Measures

Coronavirus Reassurance-Seeking Behaviors Scale

The CRBS is a self-report rating scale which was developed to measure reassurance-seeking behaviors related to COVID-19 infection [14]. Based on the illness anxiety disorder (formerly known as hypochondriasis) model [6], fears of being sick may make a person anxious, thus inducing reassurance-seeking behavior. Relief from reassurance strengthens the original fear and increases preoccupation with the illness. In this COVID-19 pandemic, recurrent engagement in reassurance-seeking behaviors, such as checking bodily sensations, hand hygiene, visits to the doctor, or repeated media research, paradoxically increases anxiety. The CRBS consists of five items of reassurance-seeking behaviors which can be rated from 0 (not at all) to 4 (nearly every day), with reference to their expression over 2 weeks prior to response to the scale. Total scores range from 0 to 20, and a high score reflects high engagement in reassurance-seeking behavior. The CRBS has strong internal consistency reliability (α=0.90) [14]. In addition, an important problem in using the CRBS in Korean is the accuracy of the translation. In order to verify the accuracy of the translation, the original English version of the CRBS was translated into Korean by a bilingual expert, and the Korean version was translated back into English to ascertain accuracy.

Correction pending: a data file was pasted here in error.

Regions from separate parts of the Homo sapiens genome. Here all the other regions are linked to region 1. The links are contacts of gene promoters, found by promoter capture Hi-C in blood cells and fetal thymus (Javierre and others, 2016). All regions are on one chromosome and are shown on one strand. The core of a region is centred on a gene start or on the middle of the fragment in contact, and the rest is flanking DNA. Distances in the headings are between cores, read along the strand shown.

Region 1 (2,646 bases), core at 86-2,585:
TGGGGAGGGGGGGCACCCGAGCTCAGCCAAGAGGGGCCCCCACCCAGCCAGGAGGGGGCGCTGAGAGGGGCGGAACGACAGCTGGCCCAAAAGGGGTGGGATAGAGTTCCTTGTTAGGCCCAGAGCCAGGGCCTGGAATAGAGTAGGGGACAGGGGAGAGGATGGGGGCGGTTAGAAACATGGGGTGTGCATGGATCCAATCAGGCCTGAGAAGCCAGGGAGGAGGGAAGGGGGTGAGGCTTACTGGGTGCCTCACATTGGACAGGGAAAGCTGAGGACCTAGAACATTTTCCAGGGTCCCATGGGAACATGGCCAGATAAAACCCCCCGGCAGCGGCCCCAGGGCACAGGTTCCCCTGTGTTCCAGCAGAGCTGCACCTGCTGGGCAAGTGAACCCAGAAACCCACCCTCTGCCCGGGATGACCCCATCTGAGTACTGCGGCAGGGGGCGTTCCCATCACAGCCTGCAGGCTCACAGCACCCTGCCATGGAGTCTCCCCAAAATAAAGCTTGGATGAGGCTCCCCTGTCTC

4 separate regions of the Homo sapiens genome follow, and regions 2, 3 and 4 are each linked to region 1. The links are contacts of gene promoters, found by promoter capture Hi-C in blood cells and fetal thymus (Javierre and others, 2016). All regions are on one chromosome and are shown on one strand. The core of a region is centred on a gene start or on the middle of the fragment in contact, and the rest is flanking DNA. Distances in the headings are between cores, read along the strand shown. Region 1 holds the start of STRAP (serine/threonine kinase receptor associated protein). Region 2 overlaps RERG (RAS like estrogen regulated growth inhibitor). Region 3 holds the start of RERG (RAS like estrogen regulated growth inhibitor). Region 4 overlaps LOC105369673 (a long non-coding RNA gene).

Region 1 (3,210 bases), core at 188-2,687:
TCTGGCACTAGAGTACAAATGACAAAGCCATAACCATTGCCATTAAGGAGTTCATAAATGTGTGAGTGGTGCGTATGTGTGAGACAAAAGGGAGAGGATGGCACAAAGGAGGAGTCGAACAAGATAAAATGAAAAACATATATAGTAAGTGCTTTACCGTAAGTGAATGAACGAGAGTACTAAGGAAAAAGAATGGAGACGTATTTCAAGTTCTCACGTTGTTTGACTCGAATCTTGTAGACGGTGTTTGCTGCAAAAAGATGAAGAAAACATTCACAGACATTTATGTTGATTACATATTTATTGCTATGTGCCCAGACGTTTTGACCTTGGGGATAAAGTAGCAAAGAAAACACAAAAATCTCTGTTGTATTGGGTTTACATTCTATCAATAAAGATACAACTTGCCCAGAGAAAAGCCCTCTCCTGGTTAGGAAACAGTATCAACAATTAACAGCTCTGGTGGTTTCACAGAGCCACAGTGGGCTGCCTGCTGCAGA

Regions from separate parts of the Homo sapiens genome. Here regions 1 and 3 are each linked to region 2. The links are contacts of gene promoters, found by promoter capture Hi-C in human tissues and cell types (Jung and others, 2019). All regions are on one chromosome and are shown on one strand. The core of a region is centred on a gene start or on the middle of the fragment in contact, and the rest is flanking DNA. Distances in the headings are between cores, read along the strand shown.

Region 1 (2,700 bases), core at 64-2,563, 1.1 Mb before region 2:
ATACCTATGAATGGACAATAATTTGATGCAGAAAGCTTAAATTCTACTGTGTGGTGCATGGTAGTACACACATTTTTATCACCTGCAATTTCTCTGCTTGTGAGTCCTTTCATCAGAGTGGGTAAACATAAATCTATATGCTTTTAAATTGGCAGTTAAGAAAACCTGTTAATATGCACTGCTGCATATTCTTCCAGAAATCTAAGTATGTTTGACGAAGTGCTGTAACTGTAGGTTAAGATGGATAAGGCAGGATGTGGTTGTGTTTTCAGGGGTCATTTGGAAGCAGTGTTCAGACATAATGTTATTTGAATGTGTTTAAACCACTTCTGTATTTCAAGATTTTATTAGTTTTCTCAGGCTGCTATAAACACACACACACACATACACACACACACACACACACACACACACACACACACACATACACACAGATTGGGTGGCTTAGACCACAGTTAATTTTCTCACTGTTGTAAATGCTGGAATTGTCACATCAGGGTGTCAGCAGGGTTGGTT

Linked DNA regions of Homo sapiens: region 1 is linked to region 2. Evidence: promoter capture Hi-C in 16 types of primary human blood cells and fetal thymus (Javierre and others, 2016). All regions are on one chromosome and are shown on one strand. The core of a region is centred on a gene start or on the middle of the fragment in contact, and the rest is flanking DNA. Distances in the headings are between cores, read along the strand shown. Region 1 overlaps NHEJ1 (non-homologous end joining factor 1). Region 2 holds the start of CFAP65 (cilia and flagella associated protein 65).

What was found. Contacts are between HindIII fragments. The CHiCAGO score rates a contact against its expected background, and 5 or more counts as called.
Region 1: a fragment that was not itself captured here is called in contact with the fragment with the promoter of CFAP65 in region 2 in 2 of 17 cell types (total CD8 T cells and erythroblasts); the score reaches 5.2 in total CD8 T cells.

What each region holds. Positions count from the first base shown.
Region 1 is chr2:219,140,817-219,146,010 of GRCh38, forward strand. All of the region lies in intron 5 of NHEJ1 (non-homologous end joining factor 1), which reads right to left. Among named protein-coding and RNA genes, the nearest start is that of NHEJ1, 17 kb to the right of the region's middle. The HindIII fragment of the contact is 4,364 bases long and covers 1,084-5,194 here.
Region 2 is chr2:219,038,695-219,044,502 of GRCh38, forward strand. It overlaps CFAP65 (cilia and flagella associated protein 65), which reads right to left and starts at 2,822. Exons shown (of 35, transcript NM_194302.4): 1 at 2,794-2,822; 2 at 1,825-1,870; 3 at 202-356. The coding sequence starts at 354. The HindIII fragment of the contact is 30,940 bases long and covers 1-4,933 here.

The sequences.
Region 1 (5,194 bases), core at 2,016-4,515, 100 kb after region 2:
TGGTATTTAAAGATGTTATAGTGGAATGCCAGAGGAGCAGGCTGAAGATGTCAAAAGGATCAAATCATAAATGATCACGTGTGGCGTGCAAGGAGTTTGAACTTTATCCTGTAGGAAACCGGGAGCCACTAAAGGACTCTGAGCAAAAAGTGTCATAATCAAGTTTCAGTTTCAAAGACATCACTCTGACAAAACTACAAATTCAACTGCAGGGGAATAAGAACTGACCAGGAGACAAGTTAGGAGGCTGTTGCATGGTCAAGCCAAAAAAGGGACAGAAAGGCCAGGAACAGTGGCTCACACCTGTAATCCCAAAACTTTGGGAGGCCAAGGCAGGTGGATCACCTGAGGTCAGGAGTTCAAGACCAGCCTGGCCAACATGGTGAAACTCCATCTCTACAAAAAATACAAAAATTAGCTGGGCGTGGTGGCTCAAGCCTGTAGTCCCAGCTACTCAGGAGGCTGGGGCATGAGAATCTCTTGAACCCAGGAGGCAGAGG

Stress and Anxiety to Viral Epidemics-6 items

The Stress and Anxiety to Viral Epidemics-6 items (SAVE-6) scale is a self-rating scale developed to measure viral anxiety [18]. It was derived from the SAVE-9 scale [19]. It consists of six items which are rated on a 5-point Likert scale ranging from 0 (never) to 4 (always). A high total score reflects a severe degree of viral anxiety. In this study, we applied the original Korean version of the SAVE-6, and Cronbach’s alpha among this sample was 0.805.

Generalized Anxiety Disorder-7 items

The Generalized Anxiety Disorder-7 items (GAD-7) is a self-report rating scale for measuring the severity of general anxiety [20]. It consists of seven items that can be rated on a 4-point Likert scale from 0 (not at all) to 3 (nearly every day). A high total score reflects a severe degree of generalized anxiety. In this study, we applied the Korean version of GAD-7 [21], and Cronbach’s alpha was 0.948 in this sample.

Patient Health Questionnaire-9 items

The Patient Health Questionnaire-9 items (PHQ-9) is a selfrating scale which was developed for measuring the severity of depression [22]. It consists of nine items that can be rated on a 4-point Likert scale from 0 (not at all) to 3 (nearly every day). A higher total score reflects a severe degree of depression. In this study, we applied the Korean version of PHQ-9 [21], and Cronbach’ alpha was 0.930 in this sample.

Statistical analysis